NEW YORK STATE BAR ASSOCIATION
Committee on Professional Ethics
Opinion #681- 02/09/1996 (28-95)
Topic: Withdrawal of Assigned Counsel; Confidences and Secrets of Client
Digest: Lawyer assigned by court to represent client who misrepresented financial eligibility for assigned counsel may not disclose client confidences or secrets in support of motion to withdraw, but may disclose client secrets if ordered by the court to do so.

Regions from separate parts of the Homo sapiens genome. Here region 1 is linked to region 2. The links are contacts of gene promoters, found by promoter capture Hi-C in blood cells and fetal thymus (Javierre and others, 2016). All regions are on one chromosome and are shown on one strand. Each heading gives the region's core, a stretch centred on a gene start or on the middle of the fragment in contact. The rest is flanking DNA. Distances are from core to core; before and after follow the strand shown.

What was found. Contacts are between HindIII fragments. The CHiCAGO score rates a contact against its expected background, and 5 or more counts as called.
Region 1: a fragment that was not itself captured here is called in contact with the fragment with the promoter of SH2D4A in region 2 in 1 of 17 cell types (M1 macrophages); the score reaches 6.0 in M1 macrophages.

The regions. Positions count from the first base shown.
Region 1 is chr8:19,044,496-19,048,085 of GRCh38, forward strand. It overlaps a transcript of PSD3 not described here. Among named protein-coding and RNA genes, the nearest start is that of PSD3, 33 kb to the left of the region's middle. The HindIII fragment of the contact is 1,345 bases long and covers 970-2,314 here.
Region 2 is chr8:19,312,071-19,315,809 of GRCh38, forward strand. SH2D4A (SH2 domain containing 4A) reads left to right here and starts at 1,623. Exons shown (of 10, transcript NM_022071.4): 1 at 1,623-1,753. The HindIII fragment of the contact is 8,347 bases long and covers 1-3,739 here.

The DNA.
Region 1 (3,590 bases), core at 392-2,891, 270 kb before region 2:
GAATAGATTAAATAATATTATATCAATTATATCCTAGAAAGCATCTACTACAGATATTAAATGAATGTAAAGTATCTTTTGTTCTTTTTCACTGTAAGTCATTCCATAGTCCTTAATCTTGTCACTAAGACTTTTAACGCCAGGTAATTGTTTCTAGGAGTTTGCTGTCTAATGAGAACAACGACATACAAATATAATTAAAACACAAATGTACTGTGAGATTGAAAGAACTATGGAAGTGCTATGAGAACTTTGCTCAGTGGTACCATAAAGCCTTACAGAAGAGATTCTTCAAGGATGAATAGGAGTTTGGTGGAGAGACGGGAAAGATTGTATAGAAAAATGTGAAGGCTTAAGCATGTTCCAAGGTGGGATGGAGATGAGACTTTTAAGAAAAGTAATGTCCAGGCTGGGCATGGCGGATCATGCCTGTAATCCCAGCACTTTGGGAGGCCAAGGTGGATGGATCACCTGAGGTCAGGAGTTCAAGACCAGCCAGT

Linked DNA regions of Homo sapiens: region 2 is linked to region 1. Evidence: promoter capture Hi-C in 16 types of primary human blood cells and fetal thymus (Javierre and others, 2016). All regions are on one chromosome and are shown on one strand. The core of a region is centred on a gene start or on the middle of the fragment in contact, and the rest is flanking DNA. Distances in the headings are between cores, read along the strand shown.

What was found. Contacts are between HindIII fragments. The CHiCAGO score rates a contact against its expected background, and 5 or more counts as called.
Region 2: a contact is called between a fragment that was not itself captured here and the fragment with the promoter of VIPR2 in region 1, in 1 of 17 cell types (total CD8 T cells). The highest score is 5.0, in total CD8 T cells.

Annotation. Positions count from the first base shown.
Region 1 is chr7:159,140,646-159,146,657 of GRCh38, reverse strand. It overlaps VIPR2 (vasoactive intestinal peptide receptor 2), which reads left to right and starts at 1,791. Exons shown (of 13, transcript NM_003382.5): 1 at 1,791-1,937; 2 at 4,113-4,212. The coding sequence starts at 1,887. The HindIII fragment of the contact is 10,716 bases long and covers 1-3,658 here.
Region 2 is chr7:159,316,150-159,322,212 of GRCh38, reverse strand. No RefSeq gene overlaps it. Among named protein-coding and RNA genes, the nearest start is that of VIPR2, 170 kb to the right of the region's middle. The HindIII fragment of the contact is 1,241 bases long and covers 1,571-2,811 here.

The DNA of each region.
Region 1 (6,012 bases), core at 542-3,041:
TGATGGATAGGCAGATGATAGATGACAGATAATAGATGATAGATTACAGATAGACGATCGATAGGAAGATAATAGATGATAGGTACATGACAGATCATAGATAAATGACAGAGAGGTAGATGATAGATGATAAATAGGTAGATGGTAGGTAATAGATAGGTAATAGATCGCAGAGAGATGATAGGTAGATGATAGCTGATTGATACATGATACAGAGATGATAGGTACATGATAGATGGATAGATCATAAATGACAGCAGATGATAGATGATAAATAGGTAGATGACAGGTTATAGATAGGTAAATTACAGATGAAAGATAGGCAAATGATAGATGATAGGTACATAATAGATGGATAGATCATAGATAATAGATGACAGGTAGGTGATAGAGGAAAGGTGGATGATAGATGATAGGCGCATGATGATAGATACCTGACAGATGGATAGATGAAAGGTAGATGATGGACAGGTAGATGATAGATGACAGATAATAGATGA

Code: DR 4-101; 2-110; 7-102; EC 5-1; 7-1;7-6
May a lawyer assigned by a court to represent an indigent client withdraw from the representation after learning that the client has the means to retain counsel if such withdrawal can only be effected by disclosing client confidences or secrets?